GUIDELINES FOR GROUP CRITIQUE OF ROHRLICH-LEAVITT AND CASTLEDEN ARTICLES
(Ruby Rohrlich-Leavitt, "Women in Crete & Sumer," in Becoming Visible, first ed.,
1977; Rodney Castleden, "The Minoan Personality," in Minoans, 1990)
The class should divide itself into small groups for this discussion; please observe a minimum of three and a maximum of five students per group. (The aim is to ensure some diversity of perspectives while allowing each member to take an active part in the discussion.)
On Monday we will have a general class discussion based on your work today. We will not have formal presentations of the group findings as we did last time; but each group should submit an outline of its conclusions with a list of the students who participated. This outline will not receive a letter grade, but the fact of your participation will be recorded and will count toward your class participation grade. Remember that the ability to critique an article is one skill we are seeking to develop in the course; this is an opportunity to learn from one another as you begin to work on that skill.
Be sure to spend some time on each of the two articles, but you may concentrate on one of them if you wish. The following points should be covered in your critique of each article:
1) A brief re-statement, in your own words, of the author's main points as you understand them. Don't spend too much time on this task; focus on the main points of the article. (In the Castelden article, be sure to differentiate between his summary of the "traditional view"which he challengesand his own views.)
2) A description of what you take to be the author's point of view. What is her/his attitude toward the material? Can you detect a tone and/or a set of values (moral, social, political, and/or academic) in the article? Are there contradictions in the values or attitudes expressed? Be sure to point out some specific words, phrases, or sentences that reveal the author's attitude(s).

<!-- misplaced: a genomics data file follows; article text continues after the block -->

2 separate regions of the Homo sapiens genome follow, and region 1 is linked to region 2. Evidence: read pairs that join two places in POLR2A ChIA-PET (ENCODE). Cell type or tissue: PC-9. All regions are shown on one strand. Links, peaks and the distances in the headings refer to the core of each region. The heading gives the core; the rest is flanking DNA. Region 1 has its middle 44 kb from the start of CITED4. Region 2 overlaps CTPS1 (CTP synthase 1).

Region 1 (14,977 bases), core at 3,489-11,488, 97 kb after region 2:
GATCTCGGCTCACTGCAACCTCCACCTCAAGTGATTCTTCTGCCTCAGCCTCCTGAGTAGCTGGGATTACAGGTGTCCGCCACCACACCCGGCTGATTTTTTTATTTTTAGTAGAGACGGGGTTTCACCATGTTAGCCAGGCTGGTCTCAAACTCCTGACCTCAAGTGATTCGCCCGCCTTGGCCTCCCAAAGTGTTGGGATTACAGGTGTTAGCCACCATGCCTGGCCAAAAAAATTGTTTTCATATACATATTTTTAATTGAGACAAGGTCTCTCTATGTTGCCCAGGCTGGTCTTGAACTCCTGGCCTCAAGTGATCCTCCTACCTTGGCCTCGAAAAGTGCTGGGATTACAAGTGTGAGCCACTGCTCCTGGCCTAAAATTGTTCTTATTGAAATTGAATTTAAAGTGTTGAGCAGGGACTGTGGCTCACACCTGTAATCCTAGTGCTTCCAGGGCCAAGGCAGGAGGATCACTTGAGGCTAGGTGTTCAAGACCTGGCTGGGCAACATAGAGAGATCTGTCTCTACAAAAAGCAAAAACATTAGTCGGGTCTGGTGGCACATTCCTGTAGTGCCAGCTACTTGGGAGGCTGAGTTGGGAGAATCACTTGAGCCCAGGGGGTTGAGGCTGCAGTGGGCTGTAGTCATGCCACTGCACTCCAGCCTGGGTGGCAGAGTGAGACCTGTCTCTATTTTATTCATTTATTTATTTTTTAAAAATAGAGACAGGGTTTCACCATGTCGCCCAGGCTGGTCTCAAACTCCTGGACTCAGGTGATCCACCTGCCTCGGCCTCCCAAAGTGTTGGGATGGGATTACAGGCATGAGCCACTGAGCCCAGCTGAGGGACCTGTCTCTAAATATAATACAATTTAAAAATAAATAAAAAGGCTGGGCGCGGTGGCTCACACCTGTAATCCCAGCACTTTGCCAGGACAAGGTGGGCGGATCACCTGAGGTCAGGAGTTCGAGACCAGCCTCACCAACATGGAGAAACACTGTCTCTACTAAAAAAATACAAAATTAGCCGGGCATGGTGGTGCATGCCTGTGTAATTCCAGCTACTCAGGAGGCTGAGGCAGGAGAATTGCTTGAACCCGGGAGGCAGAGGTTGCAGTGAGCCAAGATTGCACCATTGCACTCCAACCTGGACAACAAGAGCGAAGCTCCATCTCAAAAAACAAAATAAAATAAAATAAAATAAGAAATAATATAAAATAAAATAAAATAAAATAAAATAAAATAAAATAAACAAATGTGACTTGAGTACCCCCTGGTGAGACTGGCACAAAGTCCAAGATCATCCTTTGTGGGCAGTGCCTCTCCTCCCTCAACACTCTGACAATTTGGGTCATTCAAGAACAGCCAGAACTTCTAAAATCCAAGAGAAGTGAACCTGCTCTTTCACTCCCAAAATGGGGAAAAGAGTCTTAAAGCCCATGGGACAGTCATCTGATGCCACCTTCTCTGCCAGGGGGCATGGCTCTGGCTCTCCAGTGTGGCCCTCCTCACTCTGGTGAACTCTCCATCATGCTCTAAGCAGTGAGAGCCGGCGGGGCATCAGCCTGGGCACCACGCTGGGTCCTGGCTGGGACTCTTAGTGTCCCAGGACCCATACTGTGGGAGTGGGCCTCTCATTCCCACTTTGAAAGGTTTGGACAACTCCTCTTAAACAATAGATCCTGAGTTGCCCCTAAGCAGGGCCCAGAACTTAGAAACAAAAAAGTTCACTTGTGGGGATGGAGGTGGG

3) An evaluation of the author's argument, including its logic and use of evidence. Are there logical fallacies or inconsistencies in the argument? Do the author's points seem to be based on adequate evidence? Obviously, I don't expect you to be experts on the topic; you are not in a position to evaluate all the evidence presented. But you can identify inconsistencies or gaps in the argument, and point out statements for which no evidence is given; on the basis of class lectures and discussions, you can also raise questions about the author's interpretation of evidence. Are there possible alternative interpretations that need to be considered, or additional questions that need to be asked?
4) Finally, spend some time comparing the two articles you discuss. How do their interpretations of Minoan civilization differ? Do they use the same evidence in different ways? Are there points on which they agree? Do you prefer one interpretation over the other, and if so, why? If you have time, you might consider whether there is a relationship between the time each piece was written and the values it projects. (The Rohrlich article was published in 1977; the Castleden book in 1990.)